By stuff I mean things like gold plated silver cored unidirectional hand knitted phono cables and mains cables polished by nubile nymphs with autoclaved red squirrel tails in a class 1 clean room, and then run in for 500 hours using only the very best sound sources. The leads are then vacuum packed to avoid contamination and then packed in individual cardboard boxes made from sustainable wood pulp sourced from the pristine forests near the arctic circle with the trees only harvested under the misty magic of the northern lights.
All these precautions being 'scientifically proven' to really make a difference to the 'sound you hear'
Laugh? I laughed so much my ears actually exploded.
|Mike Poole||12/02/2018 15:51:59|
1112 forum posts
Everything about recorded music is artificial. A studio recording of rock and pop is a creation of the producer. A friend enjoys recording gigs with a hand held digital recorder. The strange thing is when you play them back you hear all sorts of sounds from the crowd that when you are actually at the gig you don't notice, the ear/brain is remarkable at ignoring the sounds that are not the music you are listening to live. At a rock gig that is mic'd and mixed to a PA the sound you hear is going to the sum of the original sound the mics the amps and the speakers and whatever the sound engineer has added or subtracted. For rock and pop a sound system that sounds pleasant is probably all that's required. Orchestral music I think is another kettle of fish, the instruments of an orchestra have well known and distinctive sounds so the holy grail of fooling you to believe you are at the concert is a very high bar to reach. I was in a revolving restaurant and I was surprised how good the sound of a solo piano was I thought they had an excellent sound system until the guy playing a real piano came into view a few minutes later. I have abandoned hifi for SONOS, it sounds pleasant and is very convenient and after 45 years of howling motorcycles and megadecibel gigs by the likes of Mötorhead and Ted Nugent my part of the hifi chain is probably not in very good shape. No point in spending a fortune on something I can't hear now.
|Russell Eberhardt||12/02/2018 15:55:54|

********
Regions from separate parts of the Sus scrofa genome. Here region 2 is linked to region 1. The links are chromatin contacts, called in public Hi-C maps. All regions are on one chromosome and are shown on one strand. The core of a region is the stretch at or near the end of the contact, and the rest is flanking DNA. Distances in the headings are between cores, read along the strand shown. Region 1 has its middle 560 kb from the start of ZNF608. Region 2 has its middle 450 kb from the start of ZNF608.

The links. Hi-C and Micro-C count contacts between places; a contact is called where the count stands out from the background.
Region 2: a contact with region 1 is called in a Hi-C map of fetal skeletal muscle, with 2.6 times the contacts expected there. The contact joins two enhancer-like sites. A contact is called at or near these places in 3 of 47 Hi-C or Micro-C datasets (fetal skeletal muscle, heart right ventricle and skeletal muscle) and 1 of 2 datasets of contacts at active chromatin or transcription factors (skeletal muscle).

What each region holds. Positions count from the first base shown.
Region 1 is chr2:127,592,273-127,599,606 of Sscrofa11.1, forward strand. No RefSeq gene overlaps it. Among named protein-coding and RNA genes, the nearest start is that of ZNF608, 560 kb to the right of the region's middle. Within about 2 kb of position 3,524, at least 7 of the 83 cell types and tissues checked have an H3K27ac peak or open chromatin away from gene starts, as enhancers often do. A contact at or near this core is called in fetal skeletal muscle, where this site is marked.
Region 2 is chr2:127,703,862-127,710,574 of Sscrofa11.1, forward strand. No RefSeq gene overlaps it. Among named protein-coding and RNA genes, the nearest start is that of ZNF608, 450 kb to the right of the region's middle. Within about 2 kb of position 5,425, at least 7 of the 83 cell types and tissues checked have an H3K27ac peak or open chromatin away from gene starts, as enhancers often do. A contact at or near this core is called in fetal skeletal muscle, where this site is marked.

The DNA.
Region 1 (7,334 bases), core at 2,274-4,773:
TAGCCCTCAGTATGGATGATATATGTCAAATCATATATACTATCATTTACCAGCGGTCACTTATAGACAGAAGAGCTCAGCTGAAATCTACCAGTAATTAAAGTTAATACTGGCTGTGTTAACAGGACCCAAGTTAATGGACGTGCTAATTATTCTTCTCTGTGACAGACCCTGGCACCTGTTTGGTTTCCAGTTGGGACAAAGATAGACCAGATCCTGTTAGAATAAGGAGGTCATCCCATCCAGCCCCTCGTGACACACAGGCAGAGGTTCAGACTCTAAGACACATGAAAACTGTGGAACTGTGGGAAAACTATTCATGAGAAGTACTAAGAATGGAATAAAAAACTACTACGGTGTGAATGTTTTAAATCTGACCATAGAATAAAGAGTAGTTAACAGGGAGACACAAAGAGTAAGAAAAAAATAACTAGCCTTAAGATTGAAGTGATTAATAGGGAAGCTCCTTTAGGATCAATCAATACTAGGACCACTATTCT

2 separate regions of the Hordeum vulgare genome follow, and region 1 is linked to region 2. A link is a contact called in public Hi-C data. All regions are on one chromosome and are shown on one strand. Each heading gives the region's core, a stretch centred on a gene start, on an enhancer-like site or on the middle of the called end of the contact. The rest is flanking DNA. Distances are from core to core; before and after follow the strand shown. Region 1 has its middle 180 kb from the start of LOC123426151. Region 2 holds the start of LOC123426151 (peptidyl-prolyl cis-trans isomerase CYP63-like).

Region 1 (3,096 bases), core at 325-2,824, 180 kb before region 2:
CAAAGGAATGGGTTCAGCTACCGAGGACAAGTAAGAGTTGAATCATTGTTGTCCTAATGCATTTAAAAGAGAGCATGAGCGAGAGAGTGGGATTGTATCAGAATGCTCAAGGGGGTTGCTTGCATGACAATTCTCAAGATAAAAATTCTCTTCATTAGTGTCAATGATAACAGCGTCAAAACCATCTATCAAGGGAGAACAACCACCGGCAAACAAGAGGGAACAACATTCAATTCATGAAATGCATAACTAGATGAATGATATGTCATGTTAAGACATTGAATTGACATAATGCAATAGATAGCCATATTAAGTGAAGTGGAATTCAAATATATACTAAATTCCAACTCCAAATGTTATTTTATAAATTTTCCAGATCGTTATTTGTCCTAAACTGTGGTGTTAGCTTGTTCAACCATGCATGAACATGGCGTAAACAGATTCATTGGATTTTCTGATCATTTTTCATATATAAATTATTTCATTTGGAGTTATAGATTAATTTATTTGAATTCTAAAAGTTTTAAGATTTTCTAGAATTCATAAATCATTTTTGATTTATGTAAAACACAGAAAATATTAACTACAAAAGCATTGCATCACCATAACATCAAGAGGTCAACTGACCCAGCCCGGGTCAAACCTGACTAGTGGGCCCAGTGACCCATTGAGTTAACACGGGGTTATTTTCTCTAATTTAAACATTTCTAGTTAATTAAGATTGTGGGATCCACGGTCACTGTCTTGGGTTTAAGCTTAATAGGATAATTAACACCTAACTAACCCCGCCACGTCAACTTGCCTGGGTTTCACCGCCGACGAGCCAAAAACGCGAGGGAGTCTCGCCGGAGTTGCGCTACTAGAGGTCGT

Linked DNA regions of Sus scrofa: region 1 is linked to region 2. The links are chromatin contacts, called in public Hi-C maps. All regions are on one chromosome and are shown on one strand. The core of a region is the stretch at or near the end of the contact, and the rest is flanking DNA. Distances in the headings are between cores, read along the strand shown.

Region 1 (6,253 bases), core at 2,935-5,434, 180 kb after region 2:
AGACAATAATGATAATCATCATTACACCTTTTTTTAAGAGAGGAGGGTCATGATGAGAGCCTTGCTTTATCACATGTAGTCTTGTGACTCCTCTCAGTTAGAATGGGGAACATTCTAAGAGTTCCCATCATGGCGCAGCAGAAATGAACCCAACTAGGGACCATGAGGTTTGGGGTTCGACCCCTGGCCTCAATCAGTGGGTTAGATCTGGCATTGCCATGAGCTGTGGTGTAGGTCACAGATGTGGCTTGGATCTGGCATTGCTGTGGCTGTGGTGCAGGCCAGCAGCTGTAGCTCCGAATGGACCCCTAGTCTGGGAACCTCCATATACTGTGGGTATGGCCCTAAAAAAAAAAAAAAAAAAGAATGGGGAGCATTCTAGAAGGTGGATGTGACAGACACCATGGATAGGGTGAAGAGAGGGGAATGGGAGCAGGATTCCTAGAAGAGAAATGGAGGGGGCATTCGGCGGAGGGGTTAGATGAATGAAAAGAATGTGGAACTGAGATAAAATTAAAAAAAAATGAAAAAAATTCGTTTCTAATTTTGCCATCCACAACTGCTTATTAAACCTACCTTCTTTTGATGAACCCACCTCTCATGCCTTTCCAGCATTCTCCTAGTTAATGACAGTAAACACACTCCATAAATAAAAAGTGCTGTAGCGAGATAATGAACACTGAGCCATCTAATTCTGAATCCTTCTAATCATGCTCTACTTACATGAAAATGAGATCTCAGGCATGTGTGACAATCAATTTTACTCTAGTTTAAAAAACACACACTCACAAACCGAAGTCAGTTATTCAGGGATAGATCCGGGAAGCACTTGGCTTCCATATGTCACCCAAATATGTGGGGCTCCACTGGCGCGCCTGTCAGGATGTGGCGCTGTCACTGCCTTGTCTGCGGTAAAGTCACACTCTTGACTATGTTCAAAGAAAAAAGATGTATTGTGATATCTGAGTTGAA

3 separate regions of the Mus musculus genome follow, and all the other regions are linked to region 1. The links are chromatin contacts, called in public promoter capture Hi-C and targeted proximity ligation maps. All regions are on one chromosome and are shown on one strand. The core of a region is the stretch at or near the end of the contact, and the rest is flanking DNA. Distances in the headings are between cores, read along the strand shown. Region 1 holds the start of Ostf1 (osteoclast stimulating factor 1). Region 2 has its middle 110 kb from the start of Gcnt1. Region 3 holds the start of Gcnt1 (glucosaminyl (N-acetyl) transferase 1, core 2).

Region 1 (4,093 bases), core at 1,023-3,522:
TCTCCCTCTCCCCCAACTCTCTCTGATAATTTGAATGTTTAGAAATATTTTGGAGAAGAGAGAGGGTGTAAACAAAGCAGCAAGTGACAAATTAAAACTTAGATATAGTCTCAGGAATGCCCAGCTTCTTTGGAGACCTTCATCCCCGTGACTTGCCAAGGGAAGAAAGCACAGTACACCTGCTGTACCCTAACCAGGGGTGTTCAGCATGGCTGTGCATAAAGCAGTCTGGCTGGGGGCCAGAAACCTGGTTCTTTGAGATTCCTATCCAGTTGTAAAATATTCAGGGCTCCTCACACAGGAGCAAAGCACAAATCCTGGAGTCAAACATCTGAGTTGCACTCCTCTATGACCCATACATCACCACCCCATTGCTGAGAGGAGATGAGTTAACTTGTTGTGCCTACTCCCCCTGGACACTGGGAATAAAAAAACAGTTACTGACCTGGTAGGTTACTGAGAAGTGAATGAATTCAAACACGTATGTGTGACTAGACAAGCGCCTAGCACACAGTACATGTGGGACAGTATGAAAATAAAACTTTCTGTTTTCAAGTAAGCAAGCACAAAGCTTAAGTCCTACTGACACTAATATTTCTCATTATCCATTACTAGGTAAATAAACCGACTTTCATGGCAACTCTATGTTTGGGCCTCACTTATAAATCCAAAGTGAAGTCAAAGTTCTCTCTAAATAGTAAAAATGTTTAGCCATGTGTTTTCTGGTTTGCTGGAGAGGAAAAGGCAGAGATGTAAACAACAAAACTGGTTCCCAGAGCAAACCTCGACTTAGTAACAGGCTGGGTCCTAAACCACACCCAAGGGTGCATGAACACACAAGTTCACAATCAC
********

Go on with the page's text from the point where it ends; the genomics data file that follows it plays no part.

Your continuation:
2147 forum posts
Would that amplifier be two Mullard 5-10 amplifiers on a common chassis? I seem to remember it used an "ultra linear" output transformer with taps for the suppresor grid.
I built a single one - couldn't afford two channels on my pocket money
10 watt was more than adequate in those days. I think our huge speakers were more efficient than modern tiny units.
|2450 forum posts|
Neil's says valves are crap! In their defence, they:
What's not to like?
|2450 forum posts|
Thanks Russell - I couldn't remember what it was called - but that's exactly what it is. Not built by me; I got it from a friend who had to downsize when he got married.
|Jon Gibbs||12/02/2018 16:43:18|
|656 forum posts|
Thanks for making me smile - I'd forgotten all of that valve vs transistor BS from days gone by.
The only disappointment is that there was no mention of Class-A valve amplifiers that would keep you really warm in the winter.
....but as an EE of the early 80's I'm a semiconductor evangelist. So firmly on Neil's side of the argument.
452 forum posts
Don't bin the speakers, the foam surrounds can be replaced.
Bit busy at the moment, I'll explain later.
|Rob Rimmer||12/02/2018 17:26:18|
|9 forum posts|
I'd be interested in foam surround repairs too - my pair of speakers built to a Hobby Electronics magazine design have not aged well.
|Neil Wyatt||12/02/2018 17:39:55|
12517 forum posts
Nice valve story - a friend of my brother had a vintage bass head, he was operating it on its side when vibrations caused the transformer to shake loose. Yes it was at the top, so it broke all the valves on the way down. A full set of replacement valves was £300 BEFORE any other repair work!
|Phil S||12/02/2018 17:42:32|
|8 forum posts|
Probably the greatest risk from home built kit is weakness of the transformer primary to secondary insulation. True split bobbin (side by side) tend to be better than concentric with just a layer of thin card. A megger primary to secondary test and/or ensuring the centre of the 12-0-12 is firmly connected to mains earth go some way to mitigating the risk. I know the latter may result in hum but is preferable to the entire circuit up near mains potential due to flashover.
|52 forum posts|
Back in the mid to late 70,s when i was a teenager into electronics and hifi these BI-KITS modules were a very popular way to build a cheap amp , these AL60 ones in the pic rated at 25 watts rms i think , are spares ive had kicking around in the loft for over 40 yrs in case my original amp build blew up , which it never did ,despite a lot of full volume abuse , well thats what you did back in them days , all you needed were a pre amp module , a power supply module and transformer and a couple of power amp modules , get a suitable case connect them all up with some speaker and din sockets and some switches and hopefully you would have a decent audio amp , wish i still had my original one but it got given away decades ago.
Edited By Kettrinboy on 12/02/2018 18:13:08
Edited By Kettrinboy on 12/02/2018 18:15:50
Please login to post a reply.
Want the latest issue of Model Engineer or Model Engineers' Workshop? Use our magazine locator links to find your nearest stockist!
Love Model Engineering? Sign up to our emails for the latest news and special offers!
You can contact us by phone, mail or email about the magazines including becoming a contributor, submitting reader's letters or making queries about articles. You can also get in touch about this website, advertising or other general issues.
Click THIS LINK for full contact details.
For subscription issues please see THIS LINK.